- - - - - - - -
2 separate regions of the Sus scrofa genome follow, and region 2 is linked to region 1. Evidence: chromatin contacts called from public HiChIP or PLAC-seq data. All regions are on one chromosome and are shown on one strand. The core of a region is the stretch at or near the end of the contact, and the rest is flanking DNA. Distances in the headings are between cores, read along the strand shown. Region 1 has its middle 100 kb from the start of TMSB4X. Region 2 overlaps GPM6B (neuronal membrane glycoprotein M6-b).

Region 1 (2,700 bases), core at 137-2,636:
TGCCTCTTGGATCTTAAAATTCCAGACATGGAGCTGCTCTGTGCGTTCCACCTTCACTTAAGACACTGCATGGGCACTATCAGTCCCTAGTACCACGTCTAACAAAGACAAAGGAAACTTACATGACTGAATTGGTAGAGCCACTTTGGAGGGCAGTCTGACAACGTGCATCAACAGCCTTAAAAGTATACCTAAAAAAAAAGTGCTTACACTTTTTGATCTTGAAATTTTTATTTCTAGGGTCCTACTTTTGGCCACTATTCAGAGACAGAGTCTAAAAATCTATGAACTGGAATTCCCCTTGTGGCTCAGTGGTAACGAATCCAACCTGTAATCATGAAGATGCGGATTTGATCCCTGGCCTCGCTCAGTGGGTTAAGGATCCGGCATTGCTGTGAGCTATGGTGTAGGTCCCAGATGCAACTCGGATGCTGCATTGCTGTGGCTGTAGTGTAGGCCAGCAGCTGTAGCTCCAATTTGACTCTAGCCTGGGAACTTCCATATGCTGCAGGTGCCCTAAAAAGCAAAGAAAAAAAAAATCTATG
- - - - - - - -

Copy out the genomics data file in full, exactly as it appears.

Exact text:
2 separate regions of the Sus scrofa genome follow, and region 2 is linked to region 1. Evidence: chromatin contacts called from public HiChIP or PLAC-seq data. All regions are on one chromosome and are shown on one strand. The core of a region is the stretch at or near the end of the contact, and the rest is flanking DNA. Distances in the headings are between cores, read along the strand shown. Region 1 has its middle 100 kb from the start of TMSB4X. Region 2 overlaps GPM6B (neuronal membrane glycoprotein M6-b).

Region 1 (2,700 bases), core at 137-2,636:
TGCCTCTTGGATCTTAAAATTCCAGACATGGAGCTGCTCTGTGCGTTCCACCTTCACTTAAGACACTGCATGGGCACTATCAGTCCCTAGTACCACGTCTAACAAAGACAAAGGAAACTTACATGACTGAATTGGTAGAGCCACTTTGGAGGGCAGTCTGACAACGTGCATCAACAGCCTTAAAAGTATACCTAAAAAAAAAGTGCTTACACTTTTTGATCTTGAAATTTTTATTTCTAGGGTCCTACTTTTGGCCACTATTCAGAGACAGAGTCTAAAAATCTATGAACTGGAATTCCCCTTGTGGCTCAGTGGTAACGAATCCAACCTGTAATCATGAAGATGCGGATTTGATCCCTGGCCTCGCTCAGTGGGTTAAGGATCCGGCATTGCTGTGAGCTATGGTGTAGGTCCCAGATGCAACTCGGATGCTGCATTGCTGTGGCTGTAGTGTAGGCCAGCAGCTGTAGCTCCAATTTGACTCTAGCCTGGGAACTTCCATATGCTGCAGGTGCCCTAAAAAGCAAAGAAAAAAAAAATCTATG